So, although at the time, it would have been surprising if you had told me that I’d be doing this job, looking back on it I feel like everything I did along the way was actually quite relevant to where I wound up.
Sun: So where do you think you fall on the scale between traditional and untraditinal path to Holllywood?
G.H.: I think there are as many pathways to the entertainment business as there are people. The beauty, and the frustration, about breaking into the business is that there’s no one set way to do it — which I look at as an opportunity, because anybody who is creative and has ideas and wants to pursue them can go down a different path. I think it’s a perfectly good path to go to film school and study the technical aspects of filmmaking, as well as story theory and everything else along the way. That’s one path. Another path is to study whatever you want and be a well-rounded individual and then, ultimately, learn by doing — by getting into the business and getting an internship, or just learning whatever you can.
After [pursuing a graduate degree in] psychology, I went to graduate school for business at UCLA. And I just used every opportunity I could to meet people in the entertainment industry, and did everything I could to learn about it — whether it was reading scripts for free or doing my thesis project for an entertainment company. I felt like that was all worthwhile knowledge that I was compiling, and ultimately I look back on it and think that it did help me … as well as what I studied in school. I took classes in Freudian analysis, and I took classes about how to schedule a movie, and I took legal classes about the film business. Everything about the film business I could learn about, that’s what I did. And again, it’s a little bit of luck-of-the-draw — what opportunities present themselves to you once you’re ready to look for a job.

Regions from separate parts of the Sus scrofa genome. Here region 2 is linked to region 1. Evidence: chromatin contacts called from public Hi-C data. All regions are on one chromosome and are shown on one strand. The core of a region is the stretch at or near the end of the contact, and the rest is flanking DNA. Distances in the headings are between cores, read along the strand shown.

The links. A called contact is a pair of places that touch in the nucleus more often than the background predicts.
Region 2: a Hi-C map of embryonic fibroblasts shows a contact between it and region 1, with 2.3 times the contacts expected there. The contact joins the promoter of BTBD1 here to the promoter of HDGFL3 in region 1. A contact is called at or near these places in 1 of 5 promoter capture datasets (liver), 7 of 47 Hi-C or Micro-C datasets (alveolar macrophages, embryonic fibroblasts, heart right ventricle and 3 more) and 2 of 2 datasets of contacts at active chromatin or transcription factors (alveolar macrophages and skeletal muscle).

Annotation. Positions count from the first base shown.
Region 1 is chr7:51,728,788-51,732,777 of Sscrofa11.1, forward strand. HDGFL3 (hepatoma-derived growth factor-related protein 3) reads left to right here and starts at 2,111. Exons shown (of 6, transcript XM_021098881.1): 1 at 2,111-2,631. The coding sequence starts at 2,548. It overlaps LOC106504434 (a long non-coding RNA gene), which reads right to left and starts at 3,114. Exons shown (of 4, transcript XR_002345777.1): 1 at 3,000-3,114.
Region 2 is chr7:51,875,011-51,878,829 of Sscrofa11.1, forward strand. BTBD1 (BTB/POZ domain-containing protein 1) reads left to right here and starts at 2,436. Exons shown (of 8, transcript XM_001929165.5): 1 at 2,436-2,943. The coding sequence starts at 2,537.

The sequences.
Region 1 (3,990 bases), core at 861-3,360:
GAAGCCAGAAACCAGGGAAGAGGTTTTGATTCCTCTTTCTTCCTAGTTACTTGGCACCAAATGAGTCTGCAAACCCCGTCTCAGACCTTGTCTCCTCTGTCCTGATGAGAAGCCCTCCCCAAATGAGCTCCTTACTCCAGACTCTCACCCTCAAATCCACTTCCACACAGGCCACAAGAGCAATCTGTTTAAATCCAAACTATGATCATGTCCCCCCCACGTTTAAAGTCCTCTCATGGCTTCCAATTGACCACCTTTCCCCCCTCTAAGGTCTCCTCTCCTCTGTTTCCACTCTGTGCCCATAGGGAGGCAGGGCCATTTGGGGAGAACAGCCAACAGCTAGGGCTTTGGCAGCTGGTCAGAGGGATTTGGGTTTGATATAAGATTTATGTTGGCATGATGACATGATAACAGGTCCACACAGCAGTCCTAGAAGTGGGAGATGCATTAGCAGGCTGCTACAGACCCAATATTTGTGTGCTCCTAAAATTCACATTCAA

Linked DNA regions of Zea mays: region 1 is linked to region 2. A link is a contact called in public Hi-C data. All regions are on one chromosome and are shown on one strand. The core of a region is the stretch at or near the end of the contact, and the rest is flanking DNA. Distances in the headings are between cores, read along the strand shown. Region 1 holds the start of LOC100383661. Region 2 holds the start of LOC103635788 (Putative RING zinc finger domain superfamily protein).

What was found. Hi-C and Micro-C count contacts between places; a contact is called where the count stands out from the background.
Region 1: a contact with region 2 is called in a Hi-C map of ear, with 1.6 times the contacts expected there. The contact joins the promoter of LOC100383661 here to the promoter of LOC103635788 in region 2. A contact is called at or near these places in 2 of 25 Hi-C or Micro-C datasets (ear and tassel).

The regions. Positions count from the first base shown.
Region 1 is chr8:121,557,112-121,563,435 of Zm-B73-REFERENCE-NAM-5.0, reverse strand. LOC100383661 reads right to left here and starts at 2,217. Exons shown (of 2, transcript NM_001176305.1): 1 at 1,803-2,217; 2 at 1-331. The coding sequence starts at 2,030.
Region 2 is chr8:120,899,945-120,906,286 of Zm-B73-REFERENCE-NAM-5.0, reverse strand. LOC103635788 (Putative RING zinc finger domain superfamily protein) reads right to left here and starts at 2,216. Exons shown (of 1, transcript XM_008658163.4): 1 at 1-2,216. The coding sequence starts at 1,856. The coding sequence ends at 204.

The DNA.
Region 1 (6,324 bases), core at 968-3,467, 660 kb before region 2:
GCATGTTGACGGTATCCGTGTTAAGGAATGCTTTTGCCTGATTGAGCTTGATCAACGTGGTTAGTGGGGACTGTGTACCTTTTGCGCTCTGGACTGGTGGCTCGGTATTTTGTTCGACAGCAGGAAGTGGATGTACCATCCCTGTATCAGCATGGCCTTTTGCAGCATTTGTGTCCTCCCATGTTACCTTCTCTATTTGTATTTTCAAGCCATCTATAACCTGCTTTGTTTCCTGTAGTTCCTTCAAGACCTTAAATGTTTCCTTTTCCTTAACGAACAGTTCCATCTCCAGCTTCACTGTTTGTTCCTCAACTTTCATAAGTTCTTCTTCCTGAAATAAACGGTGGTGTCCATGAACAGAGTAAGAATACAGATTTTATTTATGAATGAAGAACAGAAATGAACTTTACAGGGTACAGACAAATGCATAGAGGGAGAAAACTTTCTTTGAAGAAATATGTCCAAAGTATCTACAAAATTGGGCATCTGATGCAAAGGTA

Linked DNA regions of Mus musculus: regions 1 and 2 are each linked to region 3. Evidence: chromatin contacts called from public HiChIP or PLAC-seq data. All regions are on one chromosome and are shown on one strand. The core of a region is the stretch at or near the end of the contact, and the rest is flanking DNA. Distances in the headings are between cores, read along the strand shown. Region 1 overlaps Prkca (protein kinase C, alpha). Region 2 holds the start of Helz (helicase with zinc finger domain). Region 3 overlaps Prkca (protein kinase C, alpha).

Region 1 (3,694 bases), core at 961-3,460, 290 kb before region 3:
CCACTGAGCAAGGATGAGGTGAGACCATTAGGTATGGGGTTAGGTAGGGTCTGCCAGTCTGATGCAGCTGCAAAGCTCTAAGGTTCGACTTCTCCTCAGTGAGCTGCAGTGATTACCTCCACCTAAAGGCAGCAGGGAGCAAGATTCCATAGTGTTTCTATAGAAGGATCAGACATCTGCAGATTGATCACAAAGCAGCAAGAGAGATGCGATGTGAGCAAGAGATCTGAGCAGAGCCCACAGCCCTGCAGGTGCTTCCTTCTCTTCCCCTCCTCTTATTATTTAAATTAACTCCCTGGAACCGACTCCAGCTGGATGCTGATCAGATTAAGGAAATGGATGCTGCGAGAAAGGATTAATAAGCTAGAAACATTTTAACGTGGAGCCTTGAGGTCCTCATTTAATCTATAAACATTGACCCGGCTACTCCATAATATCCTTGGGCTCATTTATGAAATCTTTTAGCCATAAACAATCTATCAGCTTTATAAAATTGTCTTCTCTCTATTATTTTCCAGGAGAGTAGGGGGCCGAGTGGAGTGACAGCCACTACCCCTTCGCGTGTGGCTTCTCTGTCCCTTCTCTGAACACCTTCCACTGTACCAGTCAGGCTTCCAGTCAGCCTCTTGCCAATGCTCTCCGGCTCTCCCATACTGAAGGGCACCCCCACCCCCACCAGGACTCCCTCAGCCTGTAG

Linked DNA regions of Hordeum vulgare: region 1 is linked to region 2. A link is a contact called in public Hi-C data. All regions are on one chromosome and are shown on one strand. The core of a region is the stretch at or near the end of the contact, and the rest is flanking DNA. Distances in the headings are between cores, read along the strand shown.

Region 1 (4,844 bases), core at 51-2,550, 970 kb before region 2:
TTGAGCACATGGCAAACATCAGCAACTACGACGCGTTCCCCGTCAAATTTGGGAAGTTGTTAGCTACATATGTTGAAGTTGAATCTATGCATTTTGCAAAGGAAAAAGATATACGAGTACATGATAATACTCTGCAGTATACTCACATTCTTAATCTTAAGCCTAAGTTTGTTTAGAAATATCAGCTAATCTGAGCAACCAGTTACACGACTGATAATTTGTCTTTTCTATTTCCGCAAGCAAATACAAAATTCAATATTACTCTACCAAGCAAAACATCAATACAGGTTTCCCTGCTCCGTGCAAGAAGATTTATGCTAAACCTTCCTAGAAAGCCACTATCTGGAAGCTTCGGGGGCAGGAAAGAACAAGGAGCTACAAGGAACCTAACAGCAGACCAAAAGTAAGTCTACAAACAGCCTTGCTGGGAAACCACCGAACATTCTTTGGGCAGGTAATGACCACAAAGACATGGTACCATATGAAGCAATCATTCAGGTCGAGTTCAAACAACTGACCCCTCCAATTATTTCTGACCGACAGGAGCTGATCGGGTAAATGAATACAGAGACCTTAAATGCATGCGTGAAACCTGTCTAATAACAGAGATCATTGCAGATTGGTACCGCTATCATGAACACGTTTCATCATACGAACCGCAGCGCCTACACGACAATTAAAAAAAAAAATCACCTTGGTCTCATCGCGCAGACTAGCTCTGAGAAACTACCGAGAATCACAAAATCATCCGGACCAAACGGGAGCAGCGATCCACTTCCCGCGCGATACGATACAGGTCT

Sun: Would you say the MBA track is the anomaly, or is it common?
G.H.: I wouldn’t say either one. I wouldn’t say anomaly and I wouldn’t say common. I think there are a lot of people who pursue graduate degrees of any type, whether it’s a masters in writing or a film or a business degree, a law degree.
Sun: Do you think any one path is best to get into show business, like film school, for example?
G.H.: I think you don’t have to know what you want to do when you’re in college. I had a certain idea, and it turned out that was a different idea than what I wound up pursuing. I think the great thing about college is you can learn about a lot of different things, and as good an education as you get at Cornell prepares you for so many different paths. There’s always graduate school if you want to become specialized in a particular field, but I feel that a great across-the-board, general education is invaluable.
So I don’t know that you need to know when you’re going through undergraduate that you want to be in the film business. I think if you do know, and you go to a place that’s tailored to it, that’s wonderful — and if you don’t know you can always pursue it [later]. And there are many people in the film and television industries that never studied film, as undergraduate or as graduate students.
Much thanks to Cornell in Hollwyood for helping to facilitate this interview.